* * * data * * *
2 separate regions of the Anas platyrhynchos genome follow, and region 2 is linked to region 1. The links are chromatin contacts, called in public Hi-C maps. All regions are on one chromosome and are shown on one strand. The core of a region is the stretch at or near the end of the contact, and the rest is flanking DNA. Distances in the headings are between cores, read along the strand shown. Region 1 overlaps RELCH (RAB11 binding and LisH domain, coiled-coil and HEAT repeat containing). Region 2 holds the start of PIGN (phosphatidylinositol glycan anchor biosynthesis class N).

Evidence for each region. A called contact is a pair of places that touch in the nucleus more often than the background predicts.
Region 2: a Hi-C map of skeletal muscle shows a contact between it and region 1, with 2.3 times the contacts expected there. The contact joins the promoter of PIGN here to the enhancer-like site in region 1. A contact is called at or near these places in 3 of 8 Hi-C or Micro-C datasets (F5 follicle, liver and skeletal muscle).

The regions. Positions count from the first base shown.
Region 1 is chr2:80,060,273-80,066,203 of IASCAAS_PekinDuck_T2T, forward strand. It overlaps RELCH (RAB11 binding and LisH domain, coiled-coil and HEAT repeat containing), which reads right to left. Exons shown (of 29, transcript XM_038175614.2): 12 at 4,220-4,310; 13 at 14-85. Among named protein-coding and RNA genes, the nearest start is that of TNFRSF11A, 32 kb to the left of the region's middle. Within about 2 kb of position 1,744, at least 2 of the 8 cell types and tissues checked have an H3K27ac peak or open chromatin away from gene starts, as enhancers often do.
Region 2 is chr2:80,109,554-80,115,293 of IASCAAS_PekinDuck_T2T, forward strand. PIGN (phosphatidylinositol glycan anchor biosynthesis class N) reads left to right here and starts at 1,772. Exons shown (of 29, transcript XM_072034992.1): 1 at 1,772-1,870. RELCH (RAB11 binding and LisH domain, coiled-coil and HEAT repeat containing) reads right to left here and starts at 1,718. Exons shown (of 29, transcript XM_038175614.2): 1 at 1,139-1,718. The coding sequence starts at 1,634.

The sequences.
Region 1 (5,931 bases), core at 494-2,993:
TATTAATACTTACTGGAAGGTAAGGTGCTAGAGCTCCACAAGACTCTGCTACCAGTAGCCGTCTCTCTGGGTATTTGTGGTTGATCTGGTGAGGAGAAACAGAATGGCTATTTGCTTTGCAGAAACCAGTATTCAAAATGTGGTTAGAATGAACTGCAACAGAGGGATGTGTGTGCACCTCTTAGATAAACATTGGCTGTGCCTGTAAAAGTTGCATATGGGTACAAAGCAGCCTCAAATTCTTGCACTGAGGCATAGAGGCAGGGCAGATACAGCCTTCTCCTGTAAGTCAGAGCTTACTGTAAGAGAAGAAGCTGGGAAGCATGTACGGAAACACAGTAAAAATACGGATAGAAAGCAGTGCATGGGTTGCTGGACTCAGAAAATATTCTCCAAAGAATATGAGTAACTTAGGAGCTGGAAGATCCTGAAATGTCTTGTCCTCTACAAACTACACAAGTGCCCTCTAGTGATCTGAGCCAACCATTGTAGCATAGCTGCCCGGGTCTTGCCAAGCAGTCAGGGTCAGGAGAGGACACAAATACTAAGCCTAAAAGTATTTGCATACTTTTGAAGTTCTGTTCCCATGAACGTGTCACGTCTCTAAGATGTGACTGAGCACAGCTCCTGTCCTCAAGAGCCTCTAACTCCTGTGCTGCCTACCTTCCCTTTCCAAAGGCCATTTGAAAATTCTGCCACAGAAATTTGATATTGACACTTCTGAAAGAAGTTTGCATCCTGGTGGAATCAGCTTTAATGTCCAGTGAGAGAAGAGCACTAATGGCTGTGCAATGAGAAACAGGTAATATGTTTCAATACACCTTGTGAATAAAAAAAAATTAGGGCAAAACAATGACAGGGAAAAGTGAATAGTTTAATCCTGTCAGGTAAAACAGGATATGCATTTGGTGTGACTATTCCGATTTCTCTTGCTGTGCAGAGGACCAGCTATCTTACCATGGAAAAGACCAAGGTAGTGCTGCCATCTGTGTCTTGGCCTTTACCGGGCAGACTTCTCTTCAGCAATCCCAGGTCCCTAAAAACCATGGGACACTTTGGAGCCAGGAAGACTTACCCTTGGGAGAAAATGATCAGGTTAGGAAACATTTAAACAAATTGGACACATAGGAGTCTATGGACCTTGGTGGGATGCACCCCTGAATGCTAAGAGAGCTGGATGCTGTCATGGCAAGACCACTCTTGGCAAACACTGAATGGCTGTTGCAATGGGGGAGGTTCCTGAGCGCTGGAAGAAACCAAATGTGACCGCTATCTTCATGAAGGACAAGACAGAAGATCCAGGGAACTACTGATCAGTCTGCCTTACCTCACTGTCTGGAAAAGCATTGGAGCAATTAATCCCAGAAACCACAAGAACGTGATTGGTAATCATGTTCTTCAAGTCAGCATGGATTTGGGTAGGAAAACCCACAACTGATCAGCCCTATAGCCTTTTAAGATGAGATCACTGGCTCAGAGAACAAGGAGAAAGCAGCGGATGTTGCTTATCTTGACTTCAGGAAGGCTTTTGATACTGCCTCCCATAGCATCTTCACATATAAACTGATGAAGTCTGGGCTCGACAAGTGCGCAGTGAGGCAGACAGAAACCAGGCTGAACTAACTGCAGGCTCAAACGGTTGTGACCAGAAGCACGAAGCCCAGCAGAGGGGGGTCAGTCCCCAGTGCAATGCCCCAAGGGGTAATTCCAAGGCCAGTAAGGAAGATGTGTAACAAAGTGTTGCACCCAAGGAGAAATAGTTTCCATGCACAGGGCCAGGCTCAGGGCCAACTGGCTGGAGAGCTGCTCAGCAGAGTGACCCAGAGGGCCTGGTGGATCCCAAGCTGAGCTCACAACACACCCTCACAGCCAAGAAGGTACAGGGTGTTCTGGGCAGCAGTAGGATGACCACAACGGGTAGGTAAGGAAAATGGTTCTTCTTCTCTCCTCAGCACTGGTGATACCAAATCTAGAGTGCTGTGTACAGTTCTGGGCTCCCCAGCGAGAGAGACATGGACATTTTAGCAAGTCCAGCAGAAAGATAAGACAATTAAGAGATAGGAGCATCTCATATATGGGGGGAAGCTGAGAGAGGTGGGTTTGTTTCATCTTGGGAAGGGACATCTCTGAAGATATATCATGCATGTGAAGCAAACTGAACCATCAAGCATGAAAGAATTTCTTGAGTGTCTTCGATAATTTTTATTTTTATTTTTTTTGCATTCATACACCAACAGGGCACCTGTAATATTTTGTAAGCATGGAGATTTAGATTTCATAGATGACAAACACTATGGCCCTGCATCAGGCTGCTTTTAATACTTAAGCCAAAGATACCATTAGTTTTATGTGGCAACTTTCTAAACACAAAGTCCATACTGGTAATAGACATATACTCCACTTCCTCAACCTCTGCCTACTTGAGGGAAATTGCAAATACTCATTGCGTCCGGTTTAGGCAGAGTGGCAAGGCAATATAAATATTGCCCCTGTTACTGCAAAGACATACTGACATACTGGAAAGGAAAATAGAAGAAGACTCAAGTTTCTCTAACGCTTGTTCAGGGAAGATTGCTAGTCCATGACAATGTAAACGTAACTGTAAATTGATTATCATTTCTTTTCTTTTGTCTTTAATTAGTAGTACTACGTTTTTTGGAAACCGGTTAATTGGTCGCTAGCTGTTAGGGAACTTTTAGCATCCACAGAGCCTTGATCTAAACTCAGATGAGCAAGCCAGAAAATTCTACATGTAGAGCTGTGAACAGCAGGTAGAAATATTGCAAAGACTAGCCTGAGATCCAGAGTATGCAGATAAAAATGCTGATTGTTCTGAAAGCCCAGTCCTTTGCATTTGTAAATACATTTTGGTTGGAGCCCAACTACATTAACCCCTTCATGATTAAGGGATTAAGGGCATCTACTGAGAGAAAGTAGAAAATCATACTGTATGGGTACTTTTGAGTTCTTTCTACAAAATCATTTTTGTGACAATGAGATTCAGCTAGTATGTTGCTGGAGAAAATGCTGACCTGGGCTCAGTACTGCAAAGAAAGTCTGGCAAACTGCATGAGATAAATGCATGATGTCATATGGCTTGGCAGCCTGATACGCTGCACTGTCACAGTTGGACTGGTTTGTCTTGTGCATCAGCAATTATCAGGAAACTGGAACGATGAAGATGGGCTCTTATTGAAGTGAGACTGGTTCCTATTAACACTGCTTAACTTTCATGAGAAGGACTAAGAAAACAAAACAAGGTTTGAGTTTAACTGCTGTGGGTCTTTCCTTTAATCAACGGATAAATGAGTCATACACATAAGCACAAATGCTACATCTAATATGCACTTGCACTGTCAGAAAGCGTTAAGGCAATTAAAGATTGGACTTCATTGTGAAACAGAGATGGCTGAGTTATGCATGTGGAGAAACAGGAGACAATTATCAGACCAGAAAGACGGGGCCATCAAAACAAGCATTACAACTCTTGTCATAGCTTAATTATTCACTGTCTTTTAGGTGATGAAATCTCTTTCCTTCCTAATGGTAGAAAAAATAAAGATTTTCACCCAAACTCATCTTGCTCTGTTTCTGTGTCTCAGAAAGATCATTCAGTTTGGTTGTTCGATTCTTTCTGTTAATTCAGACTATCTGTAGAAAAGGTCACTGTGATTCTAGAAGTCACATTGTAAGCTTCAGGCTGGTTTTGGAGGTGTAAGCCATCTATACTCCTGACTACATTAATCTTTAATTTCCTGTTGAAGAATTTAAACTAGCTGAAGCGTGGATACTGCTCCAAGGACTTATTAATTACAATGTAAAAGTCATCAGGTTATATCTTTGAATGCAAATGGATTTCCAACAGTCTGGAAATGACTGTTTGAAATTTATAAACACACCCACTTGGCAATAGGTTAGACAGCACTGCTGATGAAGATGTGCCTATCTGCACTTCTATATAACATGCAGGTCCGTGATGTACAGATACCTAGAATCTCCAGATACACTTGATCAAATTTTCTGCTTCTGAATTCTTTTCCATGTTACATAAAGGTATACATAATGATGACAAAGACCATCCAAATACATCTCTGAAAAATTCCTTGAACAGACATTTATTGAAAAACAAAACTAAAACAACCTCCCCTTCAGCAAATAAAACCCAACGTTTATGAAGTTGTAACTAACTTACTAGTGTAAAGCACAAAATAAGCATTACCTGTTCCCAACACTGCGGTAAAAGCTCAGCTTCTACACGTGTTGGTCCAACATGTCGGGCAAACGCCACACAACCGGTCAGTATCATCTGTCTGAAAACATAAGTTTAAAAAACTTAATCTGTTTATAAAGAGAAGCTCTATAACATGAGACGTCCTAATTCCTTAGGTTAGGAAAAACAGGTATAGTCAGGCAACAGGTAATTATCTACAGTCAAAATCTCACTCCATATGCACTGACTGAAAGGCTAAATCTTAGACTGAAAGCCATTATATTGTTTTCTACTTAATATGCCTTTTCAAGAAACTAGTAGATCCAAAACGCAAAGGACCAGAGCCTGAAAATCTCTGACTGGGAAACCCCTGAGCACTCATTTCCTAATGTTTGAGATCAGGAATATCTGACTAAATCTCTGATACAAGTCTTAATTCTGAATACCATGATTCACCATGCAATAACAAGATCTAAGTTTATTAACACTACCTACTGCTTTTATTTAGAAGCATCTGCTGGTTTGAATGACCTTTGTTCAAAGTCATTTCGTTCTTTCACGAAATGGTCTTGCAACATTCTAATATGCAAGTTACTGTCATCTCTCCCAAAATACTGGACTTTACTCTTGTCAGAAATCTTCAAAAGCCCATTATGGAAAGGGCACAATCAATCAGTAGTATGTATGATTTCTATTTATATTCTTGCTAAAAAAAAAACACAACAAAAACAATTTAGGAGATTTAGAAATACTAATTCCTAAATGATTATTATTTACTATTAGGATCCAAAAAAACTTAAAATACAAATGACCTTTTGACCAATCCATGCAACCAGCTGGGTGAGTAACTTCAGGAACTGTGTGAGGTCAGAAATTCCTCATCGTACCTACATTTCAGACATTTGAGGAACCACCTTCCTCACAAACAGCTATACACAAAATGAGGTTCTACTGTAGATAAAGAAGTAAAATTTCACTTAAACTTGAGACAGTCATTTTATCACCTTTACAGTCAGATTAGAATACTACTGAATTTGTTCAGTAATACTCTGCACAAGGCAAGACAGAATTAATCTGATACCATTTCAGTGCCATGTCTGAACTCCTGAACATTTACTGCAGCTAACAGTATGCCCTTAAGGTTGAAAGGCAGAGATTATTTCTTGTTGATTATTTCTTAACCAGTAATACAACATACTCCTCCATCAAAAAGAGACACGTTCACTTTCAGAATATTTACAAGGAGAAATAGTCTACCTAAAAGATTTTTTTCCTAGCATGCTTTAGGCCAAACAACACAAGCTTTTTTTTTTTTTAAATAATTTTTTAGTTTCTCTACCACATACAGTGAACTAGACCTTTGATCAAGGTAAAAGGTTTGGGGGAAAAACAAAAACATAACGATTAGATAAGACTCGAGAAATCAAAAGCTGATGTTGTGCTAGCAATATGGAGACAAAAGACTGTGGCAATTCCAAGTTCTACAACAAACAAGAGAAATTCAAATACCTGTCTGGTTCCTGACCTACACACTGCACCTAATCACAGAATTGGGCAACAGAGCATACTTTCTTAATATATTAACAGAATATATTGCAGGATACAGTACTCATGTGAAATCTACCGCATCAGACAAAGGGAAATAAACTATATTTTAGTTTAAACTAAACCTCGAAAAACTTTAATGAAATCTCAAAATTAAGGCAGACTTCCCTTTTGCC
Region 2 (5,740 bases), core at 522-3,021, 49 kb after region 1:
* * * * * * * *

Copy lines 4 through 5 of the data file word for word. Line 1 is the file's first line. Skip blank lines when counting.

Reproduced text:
The regions. Positions count from the first base shown.
Region 1 is chr2:80,060,273-80,066,203 of IASCAAS_PekinDuck_T2T, forward strand. It overlaps RELCH (RAB11 binding and LisH domain, coiled-coil and HEAT repeat containing), which reads right to left. Exons shown (of 29, transcript XM_038175614.2): 12 at 4,220-4,310; 13 at 14-85. Among named protein-coding and RNA genes, the nearest start is that of TNFRSF11A, 32 kb to the left of the region's middle. Within about 2 kb of position 1,744, at least 2 of the 8 cell types and tissues checked have an H3K27ac peak or open chromatin away from gene starts, as enhancers often do.